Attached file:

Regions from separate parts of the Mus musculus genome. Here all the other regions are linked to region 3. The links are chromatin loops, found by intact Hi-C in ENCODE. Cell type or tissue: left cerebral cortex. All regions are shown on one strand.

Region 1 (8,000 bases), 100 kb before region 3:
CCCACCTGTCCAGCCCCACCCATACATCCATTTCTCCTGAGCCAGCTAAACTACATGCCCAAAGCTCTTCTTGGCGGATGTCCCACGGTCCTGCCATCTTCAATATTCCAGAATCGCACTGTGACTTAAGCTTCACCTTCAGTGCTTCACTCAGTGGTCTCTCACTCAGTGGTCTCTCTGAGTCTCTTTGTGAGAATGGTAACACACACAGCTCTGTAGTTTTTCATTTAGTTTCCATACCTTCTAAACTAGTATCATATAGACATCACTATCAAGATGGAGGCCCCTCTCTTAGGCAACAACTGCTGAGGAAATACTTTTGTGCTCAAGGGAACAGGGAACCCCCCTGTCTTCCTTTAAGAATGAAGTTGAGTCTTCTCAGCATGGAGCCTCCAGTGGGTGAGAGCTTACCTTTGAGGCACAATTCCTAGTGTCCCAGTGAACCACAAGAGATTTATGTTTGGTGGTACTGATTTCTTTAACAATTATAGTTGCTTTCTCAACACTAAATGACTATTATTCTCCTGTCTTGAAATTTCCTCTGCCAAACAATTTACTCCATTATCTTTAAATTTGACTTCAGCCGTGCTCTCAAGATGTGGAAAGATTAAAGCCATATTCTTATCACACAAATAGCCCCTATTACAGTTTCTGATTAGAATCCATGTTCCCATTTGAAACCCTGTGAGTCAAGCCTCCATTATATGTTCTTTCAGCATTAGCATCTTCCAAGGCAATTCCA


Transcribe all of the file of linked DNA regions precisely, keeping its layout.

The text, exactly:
Regions from separate parts of the Mus musculus genome. Here all the other regions are linked to region 3. The links are chromatin loops, found by intact Hi-C in ENCODE. Cell type or tissue: left cerebral cortex. All regions are shown on one strand.

Region 1 (8,000 bases), 100 kb before region 3:
CCCACCTGTCCAGCCCCACCCATACATCCATTTCTCCTGAGCCAGCTAAACTACATGCCCAAAGCTCTTCTTGGCGGATGTCCCACGGTCCTGCCATCTTCAATATTCCAGAATCGCACTGTGACTTAAGCTTCACCTTCAGTGCTTCACTCAGTGGTCTCTCACTCAGTGGTCTCTCTGAGTCTCTTTGTGAGAATGGTAACACACACAGCTCTGTAGTTTTTCATTTAGTTTCCATACCTTCTAAACTAGTATCATATAGACATCACTATCAAGATGGAGGCCCCTCTCTTAGGCAACAACTGCTGAGGAAATACTTTTGTGCTCAAGGGAACAGGGAACCCCCCTGTCTTCCTTTAAGAATGAAGTTGAGTCTTCTCAGCATGGAGCCTCCAGTGGGTGAGAGCTTACCTTTGAGGCACAATTCCTAGTGTCCCAGTGAACCACAAGAGATTTATGTTTGGTGGTACTGATTTCTTTAACAATTATAGTTGCTTTCTCAACACTAAATGACTATTATTCTCCTGTCTTGAAATTTCCTCTGCCAAACAATTTACTCCATTATCTTTAAATTTGACTTCAGCCGTGCTCTCAAGATGTGGAAAGATTAAAGCCATATTCTTATCACACAAATAGCCCCTATTACAGTTTCTGATTAGAATCCATGTTCCCATTTGAAACCCTGTGAGTCAAGCCTCCATTATATGTTCTTTCAGCATTAGCATCTTCCAAGGCAATTCCA